In this paper, we explore the determinants and performance effects of a novel measure of executive incentives, that is, the elasticity of a CEO's total wealth to firm performance, computed as a CEO's ownership value relative to her total wealth.
Using unique data on the total personal wealth of the CEOs of listed Swedish firms, we find that while CEOs typically own only a very small fraction of the shares of their firms, this ownership often constitutes a significant part of their total wealth. We also find that a CEO's total wealth elasticity is negatively associated with firm size and a CEO's age is positively associated with a firm risk environment. As for the effect on firm performance, we find that higher CEO's equity incentives enhance future accounting firm performance, when we estimate panel data regressions by taking into account the dynamic nature of endogeneity between a CEO's incentives and firm performance. However, we do not find any evidence that a CEO's equity incentives to be related to future stock returns.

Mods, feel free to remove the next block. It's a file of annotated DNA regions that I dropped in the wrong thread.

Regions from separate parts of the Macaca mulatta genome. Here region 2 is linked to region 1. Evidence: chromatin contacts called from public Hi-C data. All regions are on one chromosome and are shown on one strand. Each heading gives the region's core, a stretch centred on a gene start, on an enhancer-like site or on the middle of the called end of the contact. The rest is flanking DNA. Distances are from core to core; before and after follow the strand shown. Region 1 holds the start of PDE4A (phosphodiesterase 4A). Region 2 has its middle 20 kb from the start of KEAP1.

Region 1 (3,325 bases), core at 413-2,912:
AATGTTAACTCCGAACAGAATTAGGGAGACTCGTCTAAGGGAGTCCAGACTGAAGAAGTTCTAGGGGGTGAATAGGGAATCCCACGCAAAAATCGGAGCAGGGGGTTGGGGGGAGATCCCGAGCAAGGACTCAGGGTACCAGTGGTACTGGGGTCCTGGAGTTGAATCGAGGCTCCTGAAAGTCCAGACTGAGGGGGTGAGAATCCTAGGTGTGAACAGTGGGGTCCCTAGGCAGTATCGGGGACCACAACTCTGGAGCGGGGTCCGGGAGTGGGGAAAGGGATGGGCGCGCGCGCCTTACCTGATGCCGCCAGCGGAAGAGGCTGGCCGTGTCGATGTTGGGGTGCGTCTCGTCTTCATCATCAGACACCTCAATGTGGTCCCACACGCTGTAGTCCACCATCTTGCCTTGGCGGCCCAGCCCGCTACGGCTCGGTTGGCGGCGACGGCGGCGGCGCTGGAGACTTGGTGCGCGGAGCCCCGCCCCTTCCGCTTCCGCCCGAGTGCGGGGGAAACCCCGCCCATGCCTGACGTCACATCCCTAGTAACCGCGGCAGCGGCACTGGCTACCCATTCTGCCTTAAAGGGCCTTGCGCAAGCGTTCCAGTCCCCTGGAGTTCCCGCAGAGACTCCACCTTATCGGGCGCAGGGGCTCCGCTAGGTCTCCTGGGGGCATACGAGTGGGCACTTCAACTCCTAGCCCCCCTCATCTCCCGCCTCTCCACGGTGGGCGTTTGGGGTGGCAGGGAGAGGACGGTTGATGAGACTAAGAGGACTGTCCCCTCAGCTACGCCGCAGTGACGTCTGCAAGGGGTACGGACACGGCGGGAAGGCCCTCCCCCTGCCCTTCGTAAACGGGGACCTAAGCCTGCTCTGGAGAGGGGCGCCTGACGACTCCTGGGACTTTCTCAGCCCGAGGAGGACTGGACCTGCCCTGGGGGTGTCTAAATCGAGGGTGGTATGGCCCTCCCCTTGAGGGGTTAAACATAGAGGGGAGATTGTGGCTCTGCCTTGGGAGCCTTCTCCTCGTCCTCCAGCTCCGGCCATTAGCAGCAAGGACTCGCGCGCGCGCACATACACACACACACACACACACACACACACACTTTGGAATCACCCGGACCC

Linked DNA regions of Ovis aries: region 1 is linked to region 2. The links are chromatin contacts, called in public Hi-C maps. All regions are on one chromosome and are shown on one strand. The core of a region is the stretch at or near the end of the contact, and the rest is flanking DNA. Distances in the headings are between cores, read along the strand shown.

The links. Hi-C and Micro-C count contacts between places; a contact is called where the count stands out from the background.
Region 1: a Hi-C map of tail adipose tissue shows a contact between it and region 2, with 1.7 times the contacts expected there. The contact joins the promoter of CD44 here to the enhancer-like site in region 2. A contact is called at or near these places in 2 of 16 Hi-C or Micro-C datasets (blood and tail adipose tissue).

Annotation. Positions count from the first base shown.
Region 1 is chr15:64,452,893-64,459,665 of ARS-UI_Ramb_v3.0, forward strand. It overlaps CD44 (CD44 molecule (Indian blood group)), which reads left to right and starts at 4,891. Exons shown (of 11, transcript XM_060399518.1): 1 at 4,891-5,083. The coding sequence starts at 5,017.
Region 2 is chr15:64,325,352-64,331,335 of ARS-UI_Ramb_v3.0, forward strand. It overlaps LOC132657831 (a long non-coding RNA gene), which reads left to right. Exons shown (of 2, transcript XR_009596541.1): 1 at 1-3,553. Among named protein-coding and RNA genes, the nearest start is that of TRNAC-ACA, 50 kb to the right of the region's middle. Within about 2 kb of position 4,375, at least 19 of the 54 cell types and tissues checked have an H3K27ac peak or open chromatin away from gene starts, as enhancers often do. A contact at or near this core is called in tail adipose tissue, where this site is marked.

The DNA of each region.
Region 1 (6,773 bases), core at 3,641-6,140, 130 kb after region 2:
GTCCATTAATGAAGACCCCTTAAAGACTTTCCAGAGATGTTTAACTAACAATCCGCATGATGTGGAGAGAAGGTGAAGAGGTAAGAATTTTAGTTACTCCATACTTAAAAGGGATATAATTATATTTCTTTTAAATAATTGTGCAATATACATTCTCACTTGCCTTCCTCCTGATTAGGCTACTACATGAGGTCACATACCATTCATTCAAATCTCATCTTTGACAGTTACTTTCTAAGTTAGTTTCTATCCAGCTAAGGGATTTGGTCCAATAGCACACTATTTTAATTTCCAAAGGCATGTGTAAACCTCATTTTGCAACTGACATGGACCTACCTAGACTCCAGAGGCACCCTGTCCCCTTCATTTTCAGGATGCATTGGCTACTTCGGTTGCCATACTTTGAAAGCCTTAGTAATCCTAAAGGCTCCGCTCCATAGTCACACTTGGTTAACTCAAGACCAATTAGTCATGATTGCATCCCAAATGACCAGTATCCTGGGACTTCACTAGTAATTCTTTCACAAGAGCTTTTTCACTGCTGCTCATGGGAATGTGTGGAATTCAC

Our analysis suggests that executives' incentives when measured as price-performance elasticity are economically more significant than has been often argued in the literature. Moreover, due to several advantages of price-performance elasticity over traditionally used fractional ownership and dollar-at-stake measures, the inferences drawn from this study with respect to determinants and performance implications of a CEO's incentives may be superior to those from prior studies. The result on the relation between firm size and a CEO's incentives is especially interesting, because, unlike fractional ownership, the elasticity of a CEO's total wealth to firm performance is not spuriously related to firm size. With respect to the relation between incentives and subsequent firm performance, our results are consistent with the view that higher CEO's incentives, measured as price-performance elasticity, enhance firm accounting performance. Overall, future studies should consider price-performance elasticity as an alternative measure of executive incentives in addressing various research questions.
The evidence in this paper suggests that executive incentives calculated relative to their non-firm wealth are economically more meaningful if compared to the traditionally used measures. As such, compensation consultants and boards of directors can consider this alternative measure when designing executive compensation plans and determining an appropriate level of ownership, when the information on executive non-firm wealth is available.